THE UNOBTRUSIVE NARRATOR IN BETSY WARLAND’S LOST LAGOON: LOST IN THOUGHT PROSE POEMS
Betsy Warland’s Lost Lagoon: lost in thought prose poems is an exploration of the timelessness of one human’s connection with nature in a busy city. Written to Lost Lagoon in Vancouver’s Stanley Park, a protected forest on the edge of the busy West End, a densely populated area teeming with both apartments and marine wildlife, Warland explores the impact of humans on nature by stepping gently into the realm of trees and pond, both observer and quiet participant.
An author of fourteen books, Warland is also well known in British Columbia as the founder of The Simon Fraser University Writer’s Studio, as well as a writing coach and workshop presenter with thirty years in the field. While Lost Lagoon: lost in thought prose poems builds on the empathy and insight common to Warland’s work, what is most unique about this particular collection is the unobtrusiveness of the voice as she refers to herself simply as “The Human.”
Stepping back in this way allows Warland’s enticing diction like “pre-twilight” in poem 5, (6) to surface, for visual images to nourish the reader. The gentleness of the narrator’s relationship with nature flows in all her descriptions, including her relationship with her own identity. “As crows flourish between the apartment buildings and Stanley Park’s 400 hectares, The Human (a person of between), flourishes between these opposite yet interdependent worlds,” (6) she writes, of the privilege of living in both a city and a protected old-growth forest. Referring to herself as “a person of between” is a notion Warland first developed in her book Oscar of Between: A Memoir of Identity and Ideas in 2007 in the vulnerable state of newly single, grieving not being with her three-year-old son who called her “dad-mom.” The language “A person of between” flows softly through the pages of Lost Lagoon: lost in thought prose poems with the cadence of Warland’s prose poetry, a natural grace evoked through an unobtrusive yet present point of view, a Canadian style of wholistic gentleness that allows cohesive truth to emerge, a peaceful strength rather than dramatic confrontation. The ease of point of view, The Human, adds clarity and solidity to wildlife descriptions, so that realities like non-binary gender identity become a respected and accepted natural fact, simply part of the story.
Warland’s descriptive words like “Chartreuse” (43) and “tidal basin” juxtapose west coast Stanley Park landscape with the beauty of the Canadian east as she travels back and forth through the country, bonding more and more with her new home in the West End and the creatures she shares it with.
Identifying only as The Human gives texture to other sounds, scents and lives of the region, such as beavers and swans. There’s an overall smoothness to the way sounds like crow caws fit in and flow in gentle rhythm, a balance of explanation and poetry. There’s a depth to the human and natural world. Reading poetry is like reading a friend’s journal, getting insight to the deepest parts of them, how they see the world at this time, this time of aging and loss in the narrator’s life, of slowing down, reconnecting, taking time for self, walks, the outdoors. We walk with The Human through the park each day, noting erosion, the damage humans cause to the lives of other species. We grow to love the nuances of the lagoon with her, lamenting with the narrator as she ends with the frightening truth that the places in which we find solace are disappearing from our lack of connection with them, our lack of care. “How quickly elation could morph into elegy” (79) she says in the last poem, number 55.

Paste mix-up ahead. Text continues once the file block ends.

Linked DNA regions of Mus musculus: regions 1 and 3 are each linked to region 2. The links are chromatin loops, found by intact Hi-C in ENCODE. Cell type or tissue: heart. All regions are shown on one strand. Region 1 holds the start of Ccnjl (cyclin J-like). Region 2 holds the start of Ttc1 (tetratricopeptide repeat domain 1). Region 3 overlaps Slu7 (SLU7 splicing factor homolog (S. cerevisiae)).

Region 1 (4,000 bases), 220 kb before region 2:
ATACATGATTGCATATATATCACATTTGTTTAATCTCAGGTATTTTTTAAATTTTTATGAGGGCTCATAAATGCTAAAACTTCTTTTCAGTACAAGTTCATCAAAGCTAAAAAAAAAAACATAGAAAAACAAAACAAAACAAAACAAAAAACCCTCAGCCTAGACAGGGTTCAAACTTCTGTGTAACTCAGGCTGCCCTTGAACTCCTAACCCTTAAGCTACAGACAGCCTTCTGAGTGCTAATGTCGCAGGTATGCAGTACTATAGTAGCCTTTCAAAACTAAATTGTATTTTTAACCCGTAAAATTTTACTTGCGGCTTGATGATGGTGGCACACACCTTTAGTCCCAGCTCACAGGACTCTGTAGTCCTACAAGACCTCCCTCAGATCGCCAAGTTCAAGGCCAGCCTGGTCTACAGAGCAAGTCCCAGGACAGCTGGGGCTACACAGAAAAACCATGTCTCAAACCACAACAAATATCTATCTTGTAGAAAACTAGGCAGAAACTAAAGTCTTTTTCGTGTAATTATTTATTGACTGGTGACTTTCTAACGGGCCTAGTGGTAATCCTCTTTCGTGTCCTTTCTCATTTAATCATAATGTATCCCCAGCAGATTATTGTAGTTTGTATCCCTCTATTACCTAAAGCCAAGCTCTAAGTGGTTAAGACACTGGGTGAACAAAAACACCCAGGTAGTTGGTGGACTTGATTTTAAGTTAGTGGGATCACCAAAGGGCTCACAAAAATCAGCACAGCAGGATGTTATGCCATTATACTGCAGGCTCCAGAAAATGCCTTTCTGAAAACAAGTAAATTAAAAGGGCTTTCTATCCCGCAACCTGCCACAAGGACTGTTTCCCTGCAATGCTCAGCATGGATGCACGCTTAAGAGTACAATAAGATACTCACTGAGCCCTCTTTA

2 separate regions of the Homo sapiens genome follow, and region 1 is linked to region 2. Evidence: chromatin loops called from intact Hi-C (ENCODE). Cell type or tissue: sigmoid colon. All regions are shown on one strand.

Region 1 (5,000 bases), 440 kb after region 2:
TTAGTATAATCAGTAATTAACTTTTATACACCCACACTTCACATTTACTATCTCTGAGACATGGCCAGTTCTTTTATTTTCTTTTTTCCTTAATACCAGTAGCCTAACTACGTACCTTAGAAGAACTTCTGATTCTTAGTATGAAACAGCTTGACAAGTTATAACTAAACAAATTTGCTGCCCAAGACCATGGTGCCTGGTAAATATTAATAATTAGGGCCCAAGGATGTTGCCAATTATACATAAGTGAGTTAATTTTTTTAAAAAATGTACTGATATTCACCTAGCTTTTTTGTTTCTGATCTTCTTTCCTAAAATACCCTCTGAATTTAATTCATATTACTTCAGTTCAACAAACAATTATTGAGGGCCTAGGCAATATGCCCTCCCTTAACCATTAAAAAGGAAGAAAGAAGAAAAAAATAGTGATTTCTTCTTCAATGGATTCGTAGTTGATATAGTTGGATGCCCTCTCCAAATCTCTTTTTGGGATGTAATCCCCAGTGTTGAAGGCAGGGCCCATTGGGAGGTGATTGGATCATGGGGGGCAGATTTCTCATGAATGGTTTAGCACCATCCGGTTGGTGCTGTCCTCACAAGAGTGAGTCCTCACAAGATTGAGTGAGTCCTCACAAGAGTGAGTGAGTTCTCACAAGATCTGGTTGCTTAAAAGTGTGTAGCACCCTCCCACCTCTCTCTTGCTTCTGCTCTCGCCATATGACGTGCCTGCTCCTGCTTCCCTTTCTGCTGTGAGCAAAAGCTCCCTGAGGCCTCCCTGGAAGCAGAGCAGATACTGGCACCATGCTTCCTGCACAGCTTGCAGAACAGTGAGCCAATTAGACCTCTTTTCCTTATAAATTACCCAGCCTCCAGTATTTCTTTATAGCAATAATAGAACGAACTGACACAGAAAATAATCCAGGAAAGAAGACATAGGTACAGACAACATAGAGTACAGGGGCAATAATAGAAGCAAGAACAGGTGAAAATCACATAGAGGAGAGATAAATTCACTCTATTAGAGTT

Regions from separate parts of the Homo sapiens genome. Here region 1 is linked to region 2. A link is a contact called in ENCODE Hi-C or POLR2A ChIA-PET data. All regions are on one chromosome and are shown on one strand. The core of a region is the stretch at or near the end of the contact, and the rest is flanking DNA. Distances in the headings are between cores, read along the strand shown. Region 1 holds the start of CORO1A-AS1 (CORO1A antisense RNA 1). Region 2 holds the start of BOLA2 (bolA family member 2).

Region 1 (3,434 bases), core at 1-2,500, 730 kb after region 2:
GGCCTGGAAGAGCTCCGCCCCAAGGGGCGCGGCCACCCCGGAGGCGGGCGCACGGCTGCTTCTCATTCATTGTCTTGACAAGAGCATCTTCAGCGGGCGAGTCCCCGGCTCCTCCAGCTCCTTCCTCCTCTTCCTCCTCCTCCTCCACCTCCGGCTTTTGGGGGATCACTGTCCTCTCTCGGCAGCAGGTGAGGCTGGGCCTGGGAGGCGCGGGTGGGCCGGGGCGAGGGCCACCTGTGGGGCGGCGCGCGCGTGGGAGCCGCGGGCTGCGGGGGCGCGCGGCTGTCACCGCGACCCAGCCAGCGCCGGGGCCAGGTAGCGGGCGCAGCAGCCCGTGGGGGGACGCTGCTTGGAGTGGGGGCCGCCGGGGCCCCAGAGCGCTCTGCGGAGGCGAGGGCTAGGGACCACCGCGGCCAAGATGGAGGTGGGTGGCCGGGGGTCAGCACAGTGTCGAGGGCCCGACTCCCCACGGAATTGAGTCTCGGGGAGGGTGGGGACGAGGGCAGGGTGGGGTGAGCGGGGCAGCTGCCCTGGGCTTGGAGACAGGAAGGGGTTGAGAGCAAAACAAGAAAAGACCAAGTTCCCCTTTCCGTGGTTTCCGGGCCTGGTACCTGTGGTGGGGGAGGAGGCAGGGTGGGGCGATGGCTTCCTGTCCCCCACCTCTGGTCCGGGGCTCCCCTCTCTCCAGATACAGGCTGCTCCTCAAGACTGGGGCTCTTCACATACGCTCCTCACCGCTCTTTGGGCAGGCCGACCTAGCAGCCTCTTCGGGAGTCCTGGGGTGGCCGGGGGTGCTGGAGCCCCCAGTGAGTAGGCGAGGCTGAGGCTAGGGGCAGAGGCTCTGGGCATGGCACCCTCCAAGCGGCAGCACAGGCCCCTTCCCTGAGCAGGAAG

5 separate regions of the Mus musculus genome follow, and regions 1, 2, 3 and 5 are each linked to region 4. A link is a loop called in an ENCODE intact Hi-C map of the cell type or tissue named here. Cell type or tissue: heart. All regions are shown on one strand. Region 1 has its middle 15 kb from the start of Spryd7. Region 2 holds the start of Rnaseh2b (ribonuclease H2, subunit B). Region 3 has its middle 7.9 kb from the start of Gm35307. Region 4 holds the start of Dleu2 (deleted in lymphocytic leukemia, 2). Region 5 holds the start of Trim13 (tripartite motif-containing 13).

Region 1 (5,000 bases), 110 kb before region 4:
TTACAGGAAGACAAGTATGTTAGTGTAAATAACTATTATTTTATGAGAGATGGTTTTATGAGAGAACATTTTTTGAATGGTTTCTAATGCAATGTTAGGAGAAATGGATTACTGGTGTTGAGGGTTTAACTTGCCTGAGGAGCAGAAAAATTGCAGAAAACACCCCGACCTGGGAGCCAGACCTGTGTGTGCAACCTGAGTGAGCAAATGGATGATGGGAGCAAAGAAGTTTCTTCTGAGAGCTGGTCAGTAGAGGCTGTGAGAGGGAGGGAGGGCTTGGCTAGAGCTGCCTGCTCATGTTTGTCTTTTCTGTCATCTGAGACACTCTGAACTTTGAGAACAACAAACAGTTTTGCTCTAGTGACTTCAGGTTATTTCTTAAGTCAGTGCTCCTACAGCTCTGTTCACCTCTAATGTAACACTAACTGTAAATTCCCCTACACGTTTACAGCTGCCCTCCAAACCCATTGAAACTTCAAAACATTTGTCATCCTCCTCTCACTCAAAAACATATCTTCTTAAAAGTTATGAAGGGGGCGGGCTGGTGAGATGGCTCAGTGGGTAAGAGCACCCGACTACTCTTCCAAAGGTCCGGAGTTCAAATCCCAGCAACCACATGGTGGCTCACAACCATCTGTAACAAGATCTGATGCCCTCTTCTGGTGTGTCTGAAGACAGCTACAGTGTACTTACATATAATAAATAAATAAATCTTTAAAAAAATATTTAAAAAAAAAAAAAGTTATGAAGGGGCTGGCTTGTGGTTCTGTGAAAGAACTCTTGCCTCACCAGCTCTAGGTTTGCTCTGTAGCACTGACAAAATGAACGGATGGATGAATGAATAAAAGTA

A master storyteller, Warland makes five years of penning and polishing a book look simple. Lost Lagoon: lost in thought prose poems was composed in the early stages of the pandemic when the narrator welcomed a return to quiet and nature, a needed slowing down. The point of view of The Human creates a timeless voice reminding us that we too are nature, that we need to repair our relationship with the flora and fauna around us as regular park board and city policy, that an integral part of that restoration is taking time to learn each crow, each beaver, each marsh and lagoon, to co-exist attentively and respectfully. Taking the narrator out of the story and referring to them as simply The Human achieves a healthy opportunity for us to be in the ecosystem, part of it rather than dominating it. Lost Lagoon: lost in thought prose poems will remain on the shelves of time as a guide for integration to sustainability, day by day, walk by walk, person by person.
About the Author
Betsy Warland has published poetry, creative nonfiction and lyric prose. Her 2010 book of essays on new approaches to writing, Breathing the Page—Reading the Act of Writing became a bestseller. Author, mentor, teacher, manuscript consultant and editor, Warland received the City of Vancouver Mayor’s Award for Literary Excellence in 2016. She is the founder of Vancouver Manuscript Intensive, co-founder of the national Creative Writing Nonfiction Collective, and established The Writer’s Studio at Simon Fraser University where she was director of the program from 2001–2012.
- Publisher: Caitlin Press (Feb. 28 2020)
- Language: English
- Paperback: 96 pages
- ISBN-10: 1773860259
- ISBN-13: 978-1773860251